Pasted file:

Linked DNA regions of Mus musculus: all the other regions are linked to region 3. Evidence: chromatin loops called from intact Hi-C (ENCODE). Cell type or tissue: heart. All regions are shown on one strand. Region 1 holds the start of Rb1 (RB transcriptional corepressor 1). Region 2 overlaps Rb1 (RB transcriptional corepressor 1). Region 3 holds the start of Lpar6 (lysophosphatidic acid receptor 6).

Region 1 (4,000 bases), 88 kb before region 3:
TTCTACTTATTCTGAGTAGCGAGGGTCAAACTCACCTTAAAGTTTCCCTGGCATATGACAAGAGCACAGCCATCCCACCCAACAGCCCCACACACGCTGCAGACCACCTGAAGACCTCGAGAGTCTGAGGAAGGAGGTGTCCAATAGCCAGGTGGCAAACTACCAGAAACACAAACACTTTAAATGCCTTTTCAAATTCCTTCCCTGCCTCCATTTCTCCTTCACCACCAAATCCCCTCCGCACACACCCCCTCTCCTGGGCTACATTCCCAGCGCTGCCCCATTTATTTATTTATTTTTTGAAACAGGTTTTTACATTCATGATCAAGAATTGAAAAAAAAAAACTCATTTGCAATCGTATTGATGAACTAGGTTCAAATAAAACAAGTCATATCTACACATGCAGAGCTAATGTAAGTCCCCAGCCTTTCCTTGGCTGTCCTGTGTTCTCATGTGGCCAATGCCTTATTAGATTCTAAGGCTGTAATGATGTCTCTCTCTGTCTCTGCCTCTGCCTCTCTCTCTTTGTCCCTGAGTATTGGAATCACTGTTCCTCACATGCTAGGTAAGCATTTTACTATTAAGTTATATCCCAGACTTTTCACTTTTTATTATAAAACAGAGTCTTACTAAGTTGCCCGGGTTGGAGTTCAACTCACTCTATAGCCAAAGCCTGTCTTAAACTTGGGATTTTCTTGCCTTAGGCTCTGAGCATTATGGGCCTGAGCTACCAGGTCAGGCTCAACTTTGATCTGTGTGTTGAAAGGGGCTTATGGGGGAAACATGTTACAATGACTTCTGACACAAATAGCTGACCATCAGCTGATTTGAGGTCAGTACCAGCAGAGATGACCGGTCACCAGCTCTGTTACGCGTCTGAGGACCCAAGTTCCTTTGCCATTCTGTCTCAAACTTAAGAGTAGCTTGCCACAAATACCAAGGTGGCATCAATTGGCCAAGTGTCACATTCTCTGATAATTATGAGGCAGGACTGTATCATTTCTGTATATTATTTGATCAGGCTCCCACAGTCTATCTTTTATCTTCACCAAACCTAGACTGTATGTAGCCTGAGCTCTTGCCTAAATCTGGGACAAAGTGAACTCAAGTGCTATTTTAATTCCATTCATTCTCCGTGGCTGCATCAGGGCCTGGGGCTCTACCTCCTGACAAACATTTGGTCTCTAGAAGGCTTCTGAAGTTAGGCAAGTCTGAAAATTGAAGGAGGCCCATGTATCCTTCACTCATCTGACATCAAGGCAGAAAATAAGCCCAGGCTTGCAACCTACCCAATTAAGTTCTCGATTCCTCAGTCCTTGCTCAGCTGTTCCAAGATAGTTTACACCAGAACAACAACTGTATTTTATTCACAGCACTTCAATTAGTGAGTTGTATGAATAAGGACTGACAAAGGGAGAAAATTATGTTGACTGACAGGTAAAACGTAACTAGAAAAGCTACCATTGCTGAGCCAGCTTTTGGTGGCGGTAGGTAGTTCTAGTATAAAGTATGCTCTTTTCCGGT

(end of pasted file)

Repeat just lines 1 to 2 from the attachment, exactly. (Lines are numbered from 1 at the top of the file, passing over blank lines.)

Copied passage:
Linked DNA regions of Mus musculus: all the other regions are linked to region 3. Evidence: chromatin loops called from intact Hi-C (ENCODE). Cell type or tissue: heart. All regions are shown on one strand. Region 1 holds the start of Rb1 (RB transcriptional corepressor 1). Region 2 overlaps Rb1 (RB transcriptional corepressor 1). Region 3 holds the start of Lpar6 (lysophosphatidic acid receptor 6).

Region 1 (4,000 bases), 88 kb before region 3: